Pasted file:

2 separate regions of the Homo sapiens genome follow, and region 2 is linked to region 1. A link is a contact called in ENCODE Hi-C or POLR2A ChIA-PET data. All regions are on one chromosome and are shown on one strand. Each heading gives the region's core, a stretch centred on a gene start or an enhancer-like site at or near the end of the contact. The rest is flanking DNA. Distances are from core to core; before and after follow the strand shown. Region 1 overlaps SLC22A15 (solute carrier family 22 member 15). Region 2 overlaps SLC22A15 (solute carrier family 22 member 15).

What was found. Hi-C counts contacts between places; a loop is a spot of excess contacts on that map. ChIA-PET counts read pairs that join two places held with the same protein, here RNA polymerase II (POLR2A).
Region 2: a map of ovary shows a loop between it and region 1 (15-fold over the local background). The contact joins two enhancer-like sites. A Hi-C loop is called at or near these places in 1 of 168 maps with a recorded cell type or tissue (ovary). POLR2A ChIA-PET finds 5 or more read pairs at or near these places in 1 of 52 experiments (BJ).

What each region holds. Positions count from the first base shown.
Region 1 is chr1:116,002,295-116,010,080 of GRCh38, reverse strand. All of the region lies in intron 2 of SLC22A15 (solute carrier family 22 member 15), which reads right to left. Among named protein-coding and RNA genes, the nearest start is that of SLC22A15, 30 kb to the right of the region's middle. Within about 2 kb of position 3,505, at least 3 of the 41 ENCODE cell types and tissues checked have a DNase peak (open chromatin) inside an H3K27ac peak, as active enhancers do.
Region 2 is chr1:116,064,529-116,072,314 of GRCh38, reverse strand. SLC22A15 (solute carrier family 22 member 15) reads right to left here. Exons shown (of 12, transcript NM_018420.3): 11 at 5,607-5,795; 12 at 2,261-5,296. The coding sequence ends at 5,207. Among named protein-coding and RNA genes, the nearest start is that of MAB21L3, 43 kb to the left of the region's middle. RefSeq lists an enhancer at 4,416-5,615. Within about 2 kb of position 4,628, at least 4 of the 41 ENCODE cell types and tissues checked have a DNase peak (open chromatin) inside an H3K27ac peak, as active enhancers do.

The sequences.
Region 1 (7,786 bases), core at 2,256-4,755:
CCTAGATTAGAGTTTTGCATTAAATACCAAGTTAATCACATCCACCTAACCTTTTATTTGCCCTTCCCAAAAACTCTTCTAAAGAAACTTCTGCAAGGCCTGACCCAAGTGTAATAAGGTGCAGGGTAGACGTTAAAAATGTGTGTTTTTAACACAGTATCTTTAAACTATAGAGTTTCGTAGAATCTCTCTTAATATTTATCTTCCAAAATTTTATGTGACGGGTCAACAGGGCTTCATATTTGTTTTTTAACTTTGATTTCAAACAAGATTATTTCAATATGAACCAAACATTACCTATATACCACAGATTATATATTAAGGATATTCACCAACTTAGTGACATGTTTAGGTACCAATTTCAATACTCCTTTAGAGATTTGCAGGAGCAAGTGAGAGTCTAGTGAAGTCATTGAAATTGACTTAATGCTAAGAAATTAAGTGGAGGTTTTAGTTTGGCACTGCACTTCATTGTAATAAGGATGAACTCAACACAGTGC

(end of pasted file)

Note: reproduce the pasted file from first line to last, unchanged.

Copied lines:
2 separate regions of the Homo sapiens genome follow, and region 2 is linked to region 1. A link is a contact called in ENCODE Hi-C or POLR2A ChIA-PET data. All regions are on one chromosome and are shown on one strand. Each heading gives the region's core, a stretch centred on a gene start or an enhancer-like site at or near the end of the contact. The rest is flanking DNA. Distances are from core to core; before and after follow the strand shown. Region 1 overlaps SLC22A15 (solute carrier family 22 member 15). Region 2 overlaps SLC22A15 (solute carrier family 22 member 15).

What was found. Hi-C counts contacts between places; a loop is a spot of excess contacts on that map. ChIA-PET counts read pairs that join two places held with the same protein, here RNA polymerase II (POLR2A).
Region 2: a map of ovary shows a loop between it and region 1 (15-fold over the local background). The contact joins two enhancer-like sites. A Hi-C loop is called at or near these places in 1 of 168 maps with a recorded cell type or tissue (ovary). POLR2A ChIA-PET finds 5 or more read pairs at or near these places in 1 of 52 experiments (BJ).

What each region holds. Positions count from the first base shown.
Region 1 is chr1:116,002,295-116,010,080 of GRCh38, reverse strand. All of the region lies in intron 2 of SLC22A15 (solute carrier family 22 member 15), which reads right to left. Among named protein-coding and RNA genes, the nearest start is that of SLC22A15, 30 kb to the right of the region's middle. Within about 2 kb of position 3,505, at least 3 of the 41 ENCODE cell types and tissues checked have a DNase peak (open chromatin) inside an H3K27ac peak, as active enhancers do.
Region 2 is chr1:116,064,529-116,072,314 of GRCh38, reverse strand. SLC22A15 (solute carrier family 22 member 15) reads right to left here. Exons shown (of 12, transcript NM_018420.3): 11 at 5,607-5,795; 12 at 2,261-5,296. The coding sequence ends at 5,207. Among named protein-coding and RNA genes, the nearest start is that of MAB21L3, 43 kb to the left of the region's middle. RefSeq lists an enhancer at 4,416-5,615. Within about 2 kb of position 4,628, at least 4 of the 41 ENCODE cell types and tissues checked have a DNase peak (open chromatin) inside an H3K27ac peak, as active enhancers do.

The sequences.
Region 1 (7,786 bases), core at 2,256-4,755:
CCTAGATTAGAGTTTTGCATTAAATACCAAGTTAATCACATCCACCTAACCTTTTATTTGCCCTTCCCAAAAACTCTTCTAAAGAAACTTCTGCAAGGCCTGACCCAAGTGTAATAAGGTGCAGGGTAGACGTTAAAAATGTGTGTTTTTAACACAGTATCTTTAAACTATAGAGTTTCGTAGAATCTCTCTTAATATTTATCTTCCAAAATTTTATGTGACGGGTCAACAGGGCTTCATATTTGTTTTTTAACTTTGATTTCAAACAAGATTATTTCAATATGAACCAAACATTACCTATATACCACAGATTATATATTAAGGATATTCACCAACTTAGTGACATGTTTAGGTACCAATTTCAATACTCCTTTAGAGATTTGCAGGAGCAAGTGAGAGTCTAGTGAAGTCATTGAAATTGACTTAATGCTAAGAAATTAAGTGGAGGTTTTAGTTTGGCACTGCACTTCATTGTAATAAGGATGAACTCAACACAGTGC